Out of Control Policy Blog

Stimulus and Japan's 'Lost Decade'

Today's New York Times has a lengthy and very useful overview of Japan's attempt to stimulate its economy during it's so-called "lost decade." Actually, it lasted longer than a decade. Japan experienced a protracted period of recession and stagnant growth, lasting from the Asian financial crisis in the last 1980s until the early part of this decade. This was quite a stunning reversal after decades of heady growth as it joined the ranks of the high income nations in the wake of World War II.

What caught my eye was the following:

Economists tend to divide into two camps on the question of Japan’s infrastructure spending: those, many of them Americans like Mr. Geithner, who think it did not go far enough; and those, many of them Japanese, who think it was a colossal waste.

Among ordinary Japanese, the spending is widely disparaged for having turned the nation into a public-works-based welfare state and making regional economies dependent on Tokyo for jobs. Much of the blame has fallen on the Liberal Democratic Party, which has long used government spending to grease rural vote-buying machines that help keep the party in power.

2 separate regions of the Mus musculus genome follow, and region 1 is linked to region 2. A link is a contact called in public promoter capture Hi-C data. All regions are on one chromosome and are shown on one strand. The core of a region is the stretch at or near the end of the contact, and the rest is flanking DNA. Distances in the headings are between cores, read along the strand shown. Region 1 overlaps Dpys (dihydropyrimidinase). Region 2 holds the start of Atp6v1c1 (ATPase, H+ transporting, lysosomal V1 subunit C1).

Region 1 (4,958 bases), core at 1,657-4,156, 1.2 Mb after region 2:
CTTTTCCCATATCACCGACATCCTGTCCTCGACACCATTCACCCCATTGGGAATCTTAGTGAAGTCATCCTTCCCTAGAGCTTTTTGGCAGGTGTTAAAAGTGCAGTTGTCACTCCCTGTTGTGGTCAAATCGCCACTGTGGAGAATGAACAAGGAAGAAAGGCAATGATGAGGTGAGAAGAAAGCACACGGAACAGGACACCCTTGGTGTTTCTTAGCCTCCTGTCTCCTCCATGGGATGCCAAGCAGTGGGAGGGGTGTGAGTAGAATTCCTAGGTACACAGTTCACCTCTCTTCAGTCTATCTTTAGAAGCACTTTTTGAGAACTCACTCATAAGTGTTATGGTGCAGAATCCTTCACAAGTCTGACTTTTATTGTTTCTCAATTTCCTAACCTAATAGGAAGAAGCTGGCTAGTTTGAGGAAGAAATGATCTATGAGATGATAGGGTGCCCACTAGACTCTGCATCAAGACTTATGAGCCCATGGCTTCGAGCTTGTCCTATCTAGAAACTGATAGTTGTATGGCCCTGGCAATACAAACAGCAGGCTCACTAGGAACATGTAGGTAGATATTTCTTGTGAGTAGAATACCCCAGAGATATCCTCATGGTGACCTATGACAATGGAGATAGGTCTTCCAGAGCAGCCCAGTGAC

In fact, Japan erred by spending an aweful lot of money on "roads and bridges to nowhere."

Most Japanese economists have tended to take a bleaker view of their nation’s track record, saying that Japan spent more than enough money, but wasted too much of it on roads to nowhere and other unneeded projects.

Dr. Ihori of the University of Tokyo did a survey of public works in the 1990s, concluding that the spending created almost no additional economic growth. Instead of spreading beneficial ripple effects across the economy, he found that the spending actually led to declines in business investment by driving out private investors. He also said job creation was too narrowly focused in the construction industry in rural areas to give much benefit to the overall economy.

So, at the end of the day, the pro-stimulus followers are left with the following: "Even though it hasn't worked in the past, this time we'll get it right! Trust us, we're from the government."

Samuel Staley is Research Fellow


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